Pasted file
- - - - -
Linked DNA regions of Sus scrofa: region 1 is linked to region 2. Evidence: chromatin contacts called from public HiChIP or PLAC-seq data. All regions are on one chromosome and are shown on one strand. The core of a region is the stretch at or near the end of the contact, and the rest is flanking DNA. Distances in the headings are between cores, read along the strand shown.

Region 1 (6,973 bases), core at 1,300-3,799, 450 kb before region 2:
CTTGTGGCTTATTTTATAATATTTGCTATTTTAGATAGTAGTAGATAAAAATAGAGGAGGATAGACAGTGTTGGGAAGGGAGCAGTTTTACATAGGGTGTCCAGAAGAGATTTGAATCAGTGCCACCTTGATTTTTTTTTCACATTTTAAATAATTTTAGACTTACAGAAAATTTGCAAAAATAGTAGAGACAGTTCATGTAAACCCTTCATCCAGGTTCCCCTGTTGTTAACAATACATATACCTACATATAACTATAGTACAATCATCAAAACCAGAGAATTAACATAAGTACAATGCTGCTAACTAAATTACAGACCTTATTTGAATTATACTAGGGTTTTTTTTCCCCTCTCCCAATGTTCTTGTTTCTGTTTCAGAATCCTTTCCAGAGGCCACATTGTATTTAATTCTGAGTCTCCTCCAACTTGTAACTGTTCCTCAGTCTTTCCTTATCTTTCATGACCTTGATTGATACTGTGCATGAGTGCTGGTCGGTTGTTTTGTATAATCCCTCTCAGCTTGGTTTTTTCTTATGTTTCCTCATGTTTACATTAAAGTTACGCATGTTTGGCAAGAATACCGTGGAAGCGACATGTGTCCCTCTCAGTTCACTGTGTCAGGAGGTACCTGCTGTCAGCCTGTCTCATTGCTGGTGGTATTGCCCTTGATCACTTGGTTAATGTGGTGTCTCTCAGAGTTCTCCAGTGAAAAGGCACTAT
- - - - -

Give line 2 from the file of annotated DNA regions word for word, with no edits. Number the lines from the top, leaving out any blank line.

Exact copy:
Region 1 (6,973 bases), core at 1,300-3,799, 450 kb before region 2: